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Classics & Hot Rods
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How dry I am...
Just in case you haven’t noticed, we live in a very dry climate. Even our skin and hair are dry and this time of the year, the humidifier runs constantly. Well, this dryness takes its toll on our cars too. If you notice those little cracks along the sidewalls of your tires that run into the tread, it means just one thing… dry rot. And dry rot doesn’t just happen to your tires, anything rubber or vinyl is a prime target. These materials naturally degrade over a period of years depending on climate, temperature and humidity. How you store your vehicle can either help or delay this process. With tires, the air pressure inside your tires is also a determining factor. The common denominator in all these products is oil. As the oils in the rubber and vinyl begin to evaporate, the dry rot process begins.
So what can you do to prevent this happening to your classic car? First, drive that car often, especially during the winter storage period. Drive it at least once per month and more often if you can. Pick a nice day when there is little or no moisture on the pavement and put as many miles on the car as you can. Get the tires up to highway speed and let the rubber compounds heat up. This helps prevent dry rot and gets the oil compounds circulating in the tires. Also, keep those tires up to rated pressure. Under-inflated tires seem to crack and decompose more quickly.
Where you store your car makes a difference. Storing a car near excessive heat or in direct sunlight will speed up the deterioration process. Also, try getting your tires off the cement. Just driving onto boards can make a difference, but be sure not to use treated lumber. The chemicals in treated lumber could possibly react with the chemicals in your tires over a long period of time.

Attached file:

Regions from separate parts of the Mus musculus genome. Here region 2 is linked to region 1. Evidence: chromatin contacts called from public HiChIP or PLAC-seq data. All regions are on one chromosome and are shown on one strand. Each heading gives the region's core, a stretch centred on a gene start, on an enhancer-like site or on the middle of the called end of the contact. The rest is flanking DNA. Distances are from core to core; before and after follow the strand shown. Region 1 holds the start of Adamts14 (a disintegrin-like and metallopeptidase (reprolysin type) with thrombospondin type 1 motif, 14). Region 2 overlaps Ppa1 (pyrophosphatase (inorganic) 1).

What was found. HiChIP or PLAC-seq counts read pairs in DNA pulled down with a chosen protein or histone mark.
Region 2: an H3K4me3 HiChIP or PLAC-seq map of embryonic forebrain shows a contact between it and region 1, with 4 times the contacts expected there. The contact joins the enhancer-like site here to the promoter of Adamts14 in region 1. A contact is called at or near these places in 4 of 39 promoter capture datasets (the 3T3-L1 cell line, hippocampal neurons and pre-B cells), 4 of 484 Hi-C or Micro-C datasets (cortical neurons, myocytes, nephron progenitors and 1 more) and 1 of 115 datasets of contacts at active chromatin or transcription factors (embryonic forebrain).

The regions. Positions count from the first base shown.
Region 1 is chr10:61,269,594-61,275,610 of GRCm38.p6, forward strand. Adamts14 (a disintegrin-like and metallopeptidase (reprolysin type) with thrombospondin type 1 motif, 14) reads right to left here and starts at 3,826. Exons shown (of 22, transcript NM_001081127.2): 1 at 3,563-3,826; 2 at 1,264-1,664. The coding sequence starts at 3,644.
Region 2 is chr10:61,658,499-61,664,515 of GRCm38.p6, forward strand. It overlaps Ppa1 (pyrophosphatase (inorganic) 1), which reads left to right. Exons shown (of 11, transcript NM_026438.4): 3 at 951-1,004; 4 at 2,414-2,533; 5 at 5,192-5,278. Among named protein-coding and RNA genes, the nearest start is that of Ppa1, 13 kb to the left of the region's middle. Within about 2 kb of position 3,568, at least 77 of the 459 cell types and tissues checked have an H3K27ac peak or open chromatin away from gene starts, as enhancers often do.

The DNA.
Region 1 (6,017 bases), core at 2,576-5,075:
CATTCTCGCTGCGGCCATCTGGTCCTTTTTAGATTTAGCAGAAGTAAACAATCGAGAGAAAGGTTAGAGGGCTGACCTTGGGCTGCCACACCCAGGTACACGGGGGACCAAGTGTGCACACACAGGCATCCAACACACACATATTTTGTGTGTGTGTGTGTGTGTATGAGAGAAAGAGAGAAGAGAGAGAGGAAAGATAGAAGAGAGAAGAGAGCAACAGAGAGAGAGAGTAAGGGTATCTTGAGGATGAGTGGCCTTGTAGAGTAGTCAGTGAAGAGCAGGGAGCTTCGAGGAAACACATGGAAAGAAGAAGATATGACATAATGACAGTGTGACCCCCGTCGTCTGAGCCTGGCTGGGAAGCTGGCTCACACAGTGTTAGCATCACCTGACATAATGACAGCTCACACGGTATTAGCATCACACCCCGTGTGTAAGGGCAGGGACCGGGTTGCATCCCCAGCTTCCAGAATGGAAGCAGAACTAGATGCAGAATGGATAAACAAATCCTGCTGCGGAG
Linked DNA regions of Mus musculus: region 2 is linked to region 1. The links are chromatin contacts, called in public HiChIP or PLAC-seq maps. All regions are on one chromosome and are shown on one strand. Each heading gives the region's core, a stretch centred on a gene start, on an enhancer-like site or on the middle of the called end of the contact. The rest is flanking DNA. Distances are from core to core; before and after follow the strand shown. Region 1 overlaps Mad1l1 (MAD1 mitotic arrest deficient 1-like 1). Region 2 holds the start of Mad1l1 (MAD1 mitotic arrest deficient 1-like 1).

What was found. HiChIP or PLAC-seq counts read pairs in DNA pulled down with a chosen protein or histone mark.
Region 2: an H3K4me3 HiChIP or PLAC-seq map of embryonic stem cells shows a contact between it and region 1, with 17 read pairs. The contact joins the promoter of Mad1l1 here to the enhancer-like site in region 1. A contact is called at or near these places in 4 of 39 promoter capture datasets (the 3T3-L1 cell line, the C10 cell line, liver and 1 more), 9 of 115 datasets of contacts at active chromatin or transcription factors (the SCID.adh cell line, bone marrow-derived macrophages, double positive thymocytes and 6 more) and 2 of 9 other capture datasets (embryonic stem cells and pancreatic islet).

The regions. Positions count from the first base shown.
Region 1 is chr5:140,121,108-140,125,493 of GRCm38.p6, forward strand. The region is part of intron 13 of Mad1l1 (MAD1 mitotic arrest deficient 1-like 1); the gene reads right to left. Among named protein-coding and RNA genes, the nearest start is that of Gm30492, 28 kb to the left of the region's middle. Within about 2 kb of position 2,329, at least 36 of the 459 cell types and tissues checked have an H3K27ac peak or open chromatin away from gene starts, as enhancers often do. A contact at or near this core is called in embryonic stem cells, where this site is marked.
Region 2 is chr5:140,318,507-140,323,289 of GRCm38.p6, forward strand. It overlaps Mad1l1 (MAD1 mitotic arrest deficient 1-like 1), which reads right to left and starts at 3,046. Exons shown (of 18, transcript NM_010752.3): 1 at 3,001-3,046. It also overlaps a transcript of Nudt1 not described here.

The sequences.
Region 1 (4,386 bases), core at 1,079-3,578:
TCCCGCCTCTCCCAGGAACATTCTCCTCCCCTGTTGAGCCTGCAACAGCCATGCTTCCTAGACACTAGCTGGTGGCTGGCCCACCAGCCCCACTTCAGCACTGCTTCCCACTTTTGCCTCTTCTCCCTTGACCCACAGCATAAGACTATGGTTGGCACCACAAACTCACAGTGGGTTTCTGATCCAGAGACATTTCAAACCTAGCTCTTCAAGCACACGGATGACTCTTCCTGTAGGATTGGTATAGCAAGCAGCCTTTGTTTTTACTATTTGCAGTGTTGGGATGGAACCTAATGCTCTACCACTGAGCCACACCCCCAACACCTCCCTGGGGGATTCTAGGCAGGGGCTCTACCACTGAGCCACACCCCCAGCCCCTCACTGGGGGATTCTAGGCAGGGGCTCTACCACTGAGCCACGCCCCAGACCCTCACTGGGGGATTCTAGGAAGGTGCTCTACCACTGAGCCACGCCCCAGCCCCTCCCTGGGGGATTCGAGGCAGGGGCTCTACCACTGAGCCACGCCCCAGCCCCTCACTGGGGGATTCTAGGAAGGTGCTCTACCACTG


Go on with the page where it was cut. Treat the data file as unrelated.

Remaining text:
For the inside vinyl, regularly using a good vinyl or leather cleaner and sealer will help keep the moisture in place. Door panels, dash boards, seats and consoles all need to be cleaned and treated on a regular basis. Rubber seals and trim should also be treated to keep them soft and pliable.
Years ago, a doctor friend was discussing the aging process. When someone asked how he was doing…he jokingly said…he was in a constant state of deterioration. Well, that is true of both people and cars. How well and how often we do maintenance on ourselves and our vehicles can determine how long we and the vehicle last. Another one of the doctor’s favorite saying was…”I would rather wear out than rust out.” If exercise is great for the body then the same holds true for cars too. So the best prescription for a long life for us and for our cars may be a good dose of preventative maintenance and regular exercise.